When the film and television producer Barry Hanson died in June 2016 Christopher Hampton wrote an obituary for the Guardian which highlighted Hanson’s best-known productions: The Naked Civil Servant (1975) and The Long Good Friday (1980), referring also to Hanson’s work at the Royal Court Theatre and Hull Arts Centre in the late 1960s, but making only a brief reference to his time at Pebble Mill in Birmingham in the early 1970s. Yet this period, working with David Rose in the newly formed department of English Regions Drama, was to be the foundation for Hanson’s subsequent successful career in film and television.
David Rose appointed Hanson because he wanted someone who had experience of working with writers, especially those from the regions, such as David Mercer, Alan Plater, Jack Rosenthal and David Rudkin, all of whom contributed plays to Thirty-Minute Theatre in 1972, the first productions to come out of the new department. English Regions Drama was set up to produce regional drama for the BBC network and Rose and Hanson set about commissioning new and established writers from the regions to provide it.
Hanson was the script editor on these early productions, with Rose as producer, and in addition to the above writers there were half-hour plays by Keith Dewhurst, Arthur Hopcraft, John Hopkins, Henry Livings and Ted Whitehead. That first year of English Regions Drama production also included Peter Terson’s The Fishing Party (1 June 1972), an all-film Play for Today of which Hanson later wrote: ‘Terson – theatre writer from Stoke; film setting – Whitby and the sea; subject – three miners from Yorkshire; the author – a Geordie, living on a long boat on the canal in Pelsall. What impeccable credentials!’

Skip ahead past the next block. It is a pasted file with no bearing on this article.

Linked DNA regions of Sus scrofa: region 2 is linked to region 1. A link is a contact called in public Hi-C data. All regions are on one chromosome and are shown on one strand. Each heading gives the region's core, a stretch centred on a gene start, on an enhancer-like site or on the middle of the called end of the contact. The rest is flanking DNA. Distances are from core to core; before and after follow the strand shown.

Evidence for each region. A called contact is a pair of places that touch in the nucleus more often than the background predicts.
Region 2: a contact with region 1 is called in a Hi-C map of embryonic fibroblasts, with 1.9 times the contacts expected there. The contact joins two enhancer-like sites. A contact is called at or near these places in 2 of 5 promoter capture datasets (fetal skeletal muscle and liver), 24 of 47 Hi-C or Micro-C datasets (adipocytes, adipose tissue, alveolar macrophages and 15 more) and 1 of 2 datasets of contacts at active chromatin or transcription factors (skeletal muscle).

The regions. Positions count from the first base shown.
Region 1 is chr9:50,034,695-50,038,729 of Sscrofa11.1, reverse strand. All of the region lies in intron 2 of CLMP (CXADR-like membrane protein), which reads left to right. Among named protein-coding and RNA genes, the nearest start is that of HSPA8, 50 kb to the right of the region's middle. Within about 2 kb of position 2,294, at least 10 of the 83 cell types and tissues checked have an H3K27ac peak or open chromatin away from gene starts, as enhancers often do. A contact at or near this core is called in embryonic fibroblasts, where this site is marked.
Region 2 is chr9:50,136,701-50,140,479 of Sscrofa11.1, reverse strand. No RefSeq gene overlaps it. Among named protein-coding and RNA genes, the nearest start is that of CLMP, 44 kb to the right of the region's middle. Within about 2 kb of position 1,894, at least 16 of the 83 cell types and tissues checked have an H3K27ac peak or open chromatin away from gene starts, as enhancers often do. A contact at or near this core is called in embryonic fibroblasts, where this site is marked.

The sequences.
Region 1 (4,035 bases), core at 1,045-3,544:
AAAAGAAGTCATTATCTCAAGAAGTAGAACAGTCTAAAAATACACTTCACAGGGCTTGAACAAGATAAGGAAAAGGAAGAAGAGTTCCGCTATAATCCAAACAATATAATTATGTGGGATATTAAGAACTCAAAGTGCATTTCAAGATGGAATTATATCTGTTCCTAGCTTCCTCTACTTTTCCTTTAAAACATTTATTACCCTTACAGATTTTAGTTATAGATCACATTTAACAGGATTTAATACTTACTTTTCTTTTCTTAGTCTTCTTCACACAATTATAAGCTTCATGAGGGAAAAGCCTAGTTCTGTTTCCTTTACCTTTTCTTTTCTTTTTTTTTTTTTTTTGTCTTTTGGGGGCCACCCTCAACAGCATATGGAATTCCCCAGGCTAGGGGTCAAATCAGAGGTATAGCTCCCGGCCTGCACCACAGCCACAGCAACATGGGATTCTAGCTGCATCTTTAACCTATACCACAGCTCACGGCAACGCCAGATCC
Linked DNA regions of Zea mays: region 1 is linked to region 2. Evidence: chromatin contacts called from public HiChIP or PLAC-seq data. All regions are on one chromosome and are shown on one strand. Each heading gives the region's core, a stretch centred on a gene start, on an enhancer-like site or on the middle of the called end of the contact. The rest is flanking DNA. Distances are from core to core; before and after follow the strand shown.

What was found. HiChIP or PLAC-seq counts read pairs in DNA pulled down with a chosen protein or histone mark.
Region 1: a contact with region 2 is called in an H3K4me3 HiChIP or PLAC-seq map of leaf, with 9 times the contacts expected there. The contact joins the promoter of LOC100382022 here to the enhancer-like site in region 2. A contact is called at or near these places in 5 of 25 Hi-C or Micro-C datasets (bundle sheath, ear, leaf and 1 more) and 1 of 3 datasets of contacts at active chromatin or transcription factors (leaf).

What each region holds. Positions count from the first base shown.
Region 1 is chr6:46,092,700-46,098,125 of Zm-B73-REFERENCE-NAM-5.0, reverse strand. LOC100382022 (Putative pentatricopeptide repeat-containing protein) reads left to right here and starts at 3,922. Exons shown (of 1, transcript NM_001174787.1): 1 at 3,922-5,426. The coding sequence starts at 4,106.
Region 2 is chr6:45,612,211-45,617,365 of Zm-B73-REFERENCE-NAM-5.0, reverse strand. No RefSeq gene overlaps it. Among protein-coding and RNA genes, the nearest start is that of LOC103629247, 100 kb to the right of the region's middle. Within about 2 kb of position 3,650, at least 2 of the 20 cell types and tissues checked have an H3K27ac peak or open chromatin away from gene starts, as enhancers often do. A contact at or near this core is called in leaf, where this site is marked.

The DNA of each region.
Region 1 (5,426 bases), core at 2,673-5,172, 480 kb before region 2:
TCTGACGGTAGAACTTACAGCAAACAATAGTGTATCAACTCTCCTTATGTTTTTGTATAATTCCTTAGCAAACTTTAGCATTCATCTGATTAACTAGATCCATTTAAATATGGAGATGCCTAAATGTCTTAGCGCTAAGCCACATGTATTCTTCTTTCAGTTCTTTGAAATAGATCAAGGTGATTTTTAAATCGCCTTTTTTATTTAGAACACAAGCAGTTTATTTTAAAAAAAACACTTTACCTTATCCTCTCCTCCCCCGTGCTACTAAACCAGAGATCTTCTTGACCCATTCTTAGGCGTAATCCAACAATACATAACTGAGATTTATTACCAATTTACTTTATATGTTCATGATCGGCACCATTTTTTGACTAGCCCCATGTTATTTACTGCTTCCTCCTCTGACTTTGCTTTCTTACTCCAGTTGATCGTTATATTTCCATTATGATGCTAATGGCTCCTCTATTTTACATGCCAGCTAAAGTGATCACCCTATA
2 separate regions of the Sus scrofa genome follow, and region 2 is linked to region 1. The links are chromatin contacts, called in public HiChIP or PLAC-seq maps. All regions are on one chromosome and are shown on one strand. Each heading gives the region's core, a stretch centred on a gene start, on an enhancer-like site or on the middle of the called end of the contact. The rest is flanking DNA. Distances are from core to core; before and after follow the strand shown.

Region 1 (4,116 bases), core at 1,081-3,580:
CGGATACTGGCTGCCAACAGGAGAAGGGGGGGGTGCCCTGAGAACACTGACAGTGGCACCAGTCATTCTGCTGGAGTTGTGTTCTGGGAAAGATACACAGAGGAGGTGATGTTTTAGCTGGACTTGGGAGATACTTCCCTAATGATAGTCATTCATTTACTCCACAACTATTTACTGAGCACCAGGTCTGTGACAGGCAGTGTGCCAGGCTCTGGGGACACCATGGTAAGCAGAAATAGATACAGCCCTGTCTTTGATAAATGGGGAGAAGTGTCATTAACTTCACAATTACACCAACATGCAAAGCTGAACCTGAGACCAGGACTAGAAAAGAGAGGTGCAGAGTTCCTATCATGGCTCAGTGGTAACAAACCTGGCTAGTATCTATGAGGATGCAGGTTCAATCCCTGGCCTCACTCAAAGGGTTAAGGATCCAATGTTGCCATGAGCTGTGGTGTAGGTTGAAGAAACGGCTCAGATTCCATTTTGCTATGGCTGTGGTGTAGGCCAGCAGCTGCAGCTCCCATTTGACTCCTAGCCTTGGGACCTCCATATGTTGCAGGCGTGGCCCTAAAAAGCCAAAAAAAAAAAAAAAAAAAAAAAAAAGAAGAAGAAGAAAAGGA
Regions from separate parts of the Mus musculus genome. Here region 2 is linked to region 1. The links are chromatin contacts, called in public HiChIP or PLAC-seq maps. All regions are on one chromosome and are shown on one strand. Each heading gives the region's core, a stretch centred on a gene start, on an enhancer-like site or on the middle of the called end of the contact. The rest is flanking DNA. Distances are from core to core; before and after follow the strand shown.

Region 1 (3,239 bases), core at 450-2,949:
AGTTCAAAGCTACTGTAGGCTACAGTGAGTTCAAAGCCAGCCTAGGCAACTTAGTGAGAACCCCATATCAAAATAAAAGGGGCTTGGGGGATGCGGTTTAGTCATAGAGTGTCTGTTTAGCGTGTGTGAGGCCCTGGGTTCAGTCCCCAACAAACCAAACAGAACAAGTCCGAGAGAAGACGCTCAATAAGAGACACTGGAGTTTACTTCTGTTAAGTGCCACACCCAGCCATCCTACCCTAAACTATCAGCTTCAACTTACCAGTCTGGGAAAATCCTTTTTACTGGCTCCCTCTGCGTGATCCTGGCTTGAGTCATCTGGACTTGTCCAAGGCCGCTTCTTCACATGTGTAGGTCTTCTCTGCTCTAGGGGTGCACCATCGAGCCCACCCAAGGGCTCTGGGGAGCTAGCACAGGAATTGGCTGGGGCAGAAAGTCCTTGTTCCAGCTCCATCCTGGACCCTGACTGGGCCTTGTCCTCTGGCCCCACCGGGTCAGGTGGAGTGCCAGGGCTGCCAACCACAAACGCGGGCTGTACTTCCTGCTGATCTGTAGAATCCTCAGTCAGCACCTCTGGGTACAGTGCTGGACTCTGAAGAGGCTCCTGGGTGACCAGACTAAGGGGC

The Fishing Party was followed by Shakespeare – or Bust (8 January 1973), another Terson Play for Today on which Hanson was script editor, and Alan Plater’s Land of Green Ginger (15 January 1973). Then another season of half-hour plays, beginning with Tara Prem’s all-film A Touch of Eastern Promise (8 February 1973). Not only was Hanson script editor on four of the six plays in this season he directed the other two, making his directorial debut with David Mercer’s extraordinary You and Me and Him (22 February 1973), ‘where the “id”, the “ego”, and the “super-ego” were simultaneously played by one actor [Peter Vaughan]. It involved over three hundred manual video edits between every shot, a difficult and expensive task in those days.’ Hanson also directed David Rudkin’s Atrocity (15 March 1973), of which only eleven minutes of filmed sequences survive, so many of these half-hour plays having been wiped in the videotape holocaust at the BBC in the early 1970s.
Hanson was script editor on the next Play for Today to be produced by the department: David Halliwell’s Steps Back (14 May 1973). Like Hanson and Mercer, Halliwell was a Yorkshireman, as was Victor Henry, the talented young actor who had been in Hopcraft’s Said the Preacher (6 March 1972) and who was also in the next ERD production to be screened, Diary of a Madman (23 August 1973), based on Michael Wearing’s stage production of Gogol’s short story.